In mixed effect models, one can specify a varying intercept term and a varying slope term that covary with each other. The second to last row in this vignette by Douglas Bates shows how to specify such an interaction.

enter image description here

I do not have an intuitive understanding for what allowing this interaction means.

1) What does it intuitively mean to allow these particular coefficients to covary?

2) If I introduced another varying slope $s_2$ term into the model, in addition to $s_1$, what would it intuitively mean for $s_1$ and $s_2$ to vary?

3) Finally, what resources can I use to better understand how to perform inference on such correlations (in a manner similar to say Inference in linear mixed model )?

What do I know:

I have an imprecise mathematical understanding of what correlations between coefficients mean. In particular, I recognize that a varying slope term and varying intercept term are random variables, and so the usual definition of covariance $E[(X - \mu_{X})(Y - \mu_{Y})]$ applies to them. I also understand that the goal of fitting a mixed effect model can be articulated as trying to find a covariance matrix, among other parameters, which is the covariance of a vector of model coefficients. Off diagonal terms in the covariance matrix represent correlations between model coefficients; thus, allowing (or prohibiting) correlation is tantamount to letting the off-diagonal terms be non-zero (or $0$).


1 Answer 1


Suppose, for concreteness, that we have a model

y ~ 1 + x1 + x2 + (1|g)

where x1 and x2 are (for simplicity) continuous predictor variables (g is a categorical grouping variable). This model states that the expected value of y changes linearly with changes in x1 and x2 and that there are differences in the intercept between groups (i.e. $\hat y = (\beta_0+b_{0,i}) + \beta_1 x_1 + \beta_2 x_2$), with $b_{0,i} \sim \textrm{Normal}(0,\sigma^2_0)$); that's what the 1 in (1|g) means.

If we change the random effect to (1|g) + (0+x1|g) + (0+x2|g) (separate terms), or equivalently (1+x1+x2||g), that specifies that the intercept, slope with respect to x1, and slope with respect to x2 all vary across groups, but this variation is independent: we could write this model out as

$$ \begin{split} \hat y_{ij} & = (\beta_0 + b_{0,i}) + (\beta_1 + b_{1,i}) x_1 + (\beta_2 + b_{2,i}) x_2 \\ b_{0,i} & \sim \textrm{Normal}(0,\sigma^2_0) \\ b_{1,i} & \sim \textrm{Normal}(0,\sigma^2_1) \\ b_{2,i} & \sim \textrm{Normal}(0,\sigma^2_2) \quad . \end{split} $$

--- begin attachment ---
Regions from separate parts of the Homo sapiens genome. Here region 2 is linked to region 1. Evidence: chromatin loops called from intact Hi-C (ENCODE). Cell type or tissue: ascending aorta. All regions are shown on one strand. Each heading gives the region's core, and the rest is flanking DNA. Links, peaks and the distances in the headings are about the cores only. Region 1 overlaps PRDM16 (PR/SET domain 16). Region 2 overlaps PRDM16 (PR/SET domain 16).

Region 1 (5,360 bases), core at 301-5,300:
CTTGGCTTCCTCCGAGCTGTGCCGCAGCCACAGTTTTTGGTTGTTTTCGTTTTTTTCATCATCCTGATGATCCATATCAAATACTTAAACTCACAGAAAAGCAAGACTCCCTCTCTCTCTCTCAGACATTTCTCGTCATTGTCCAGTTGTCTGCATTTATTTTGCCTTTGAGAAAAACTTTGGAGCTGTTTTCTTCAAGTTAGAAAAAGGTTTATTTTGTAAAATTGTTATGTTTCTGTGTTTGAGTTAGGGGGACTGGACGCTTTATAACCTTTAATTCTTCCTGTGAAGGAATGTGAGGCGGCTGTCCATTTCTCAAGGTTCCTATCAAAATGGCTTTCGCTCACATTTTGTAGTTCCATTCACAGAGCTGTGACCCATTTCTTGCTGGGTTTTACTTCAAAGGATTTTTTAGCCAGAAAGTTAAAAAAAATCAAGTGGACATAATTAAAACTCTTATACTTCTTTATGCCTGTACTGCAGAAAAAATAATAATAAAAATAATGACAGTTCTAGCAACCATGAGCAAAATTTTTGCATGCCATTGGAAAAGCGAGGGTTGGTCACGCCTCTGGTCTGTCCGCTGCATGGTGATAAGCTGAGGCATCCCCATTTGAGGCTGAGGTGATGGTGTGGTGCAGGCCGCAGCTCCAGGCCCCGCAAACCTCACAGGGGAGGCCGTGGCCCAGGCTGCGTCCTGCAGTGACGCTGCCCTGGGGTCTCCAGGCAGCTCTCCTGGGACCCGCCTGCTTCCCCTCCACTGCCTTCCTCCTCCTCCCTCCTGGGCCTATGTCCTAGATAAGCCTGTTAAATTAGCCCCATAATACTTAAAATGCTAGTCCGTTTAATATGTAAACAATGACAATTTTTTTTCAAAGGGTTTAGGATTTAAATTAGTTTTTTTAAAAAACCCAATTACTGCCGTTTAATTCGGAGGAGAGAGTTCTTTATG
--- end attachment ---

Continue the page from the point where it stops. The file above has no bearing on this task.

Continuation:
So a particular group might have a higher-than-average intercept, a lower-than-average response to $x_1$, and an average response to $x_2$, but all of these term-specific effects are independent of each other.

If we instead write (1+x1+x2|g), we can no longer specify models for $b_{k,i}$ separately: instead we have to write

$$ \boldsymbol b_i = \{b_{0,i}, b_{1,i}, b_{2,i} \} \sim \textrm{MVN}(\boldsymbol 0, \Sigma) $$

(where MVN is "multivariate normal"). Now in addition to the separate variances for each varying term ($\sigma^2_0$, $\sigma^2_1$, $\sigma^2_2$) we also have to specify the covariances or correlations ($\rho_{01}$, $\rho_{02}$, $\rho_{12}$). For example, suppose that $\rho_{12}$, the correlation between the $x_1$ and the $x_2$ slopes, is negative. That means that groups that respond strongly (positively) to changes in $x_1$ are likely to respond weakly, or even in the opposite direction, to changes in $x_2$ -- similar logic applies to $\rho_{01}$ and $\rho_{02}$ (correlations between among-group variation in the intercept and the two slopes).

You can compare the likelihood of a model with the full ("unstructured" or "general positive-definite") variance-covariance matrix to one with the diagonal (independent) variance-covariance matrix using likelihood ratio tests (or AIC): the independent-terms model is properly nested within the full model (i.e. starting with the full model and constraining $\rho_{01}=\rho_{02}=\rho_{12}$ gets you the reduced/nested model). Alternatively, you can find confidence intervals for individual $\rho_{ij}$ parameters. (nlme::lme does this by computing Wald intervals on a constrained (hyperbolic-tangent) scale and back-transforming; lme4::lmer does it by computing likelihood profiles).


Your Answer

By clicking “Post Your Answer”, you agree to our terms of service and acknowledge you have read our privacy policy.

Not the answer you're looking for? Browse other questions tagged or ask your own question.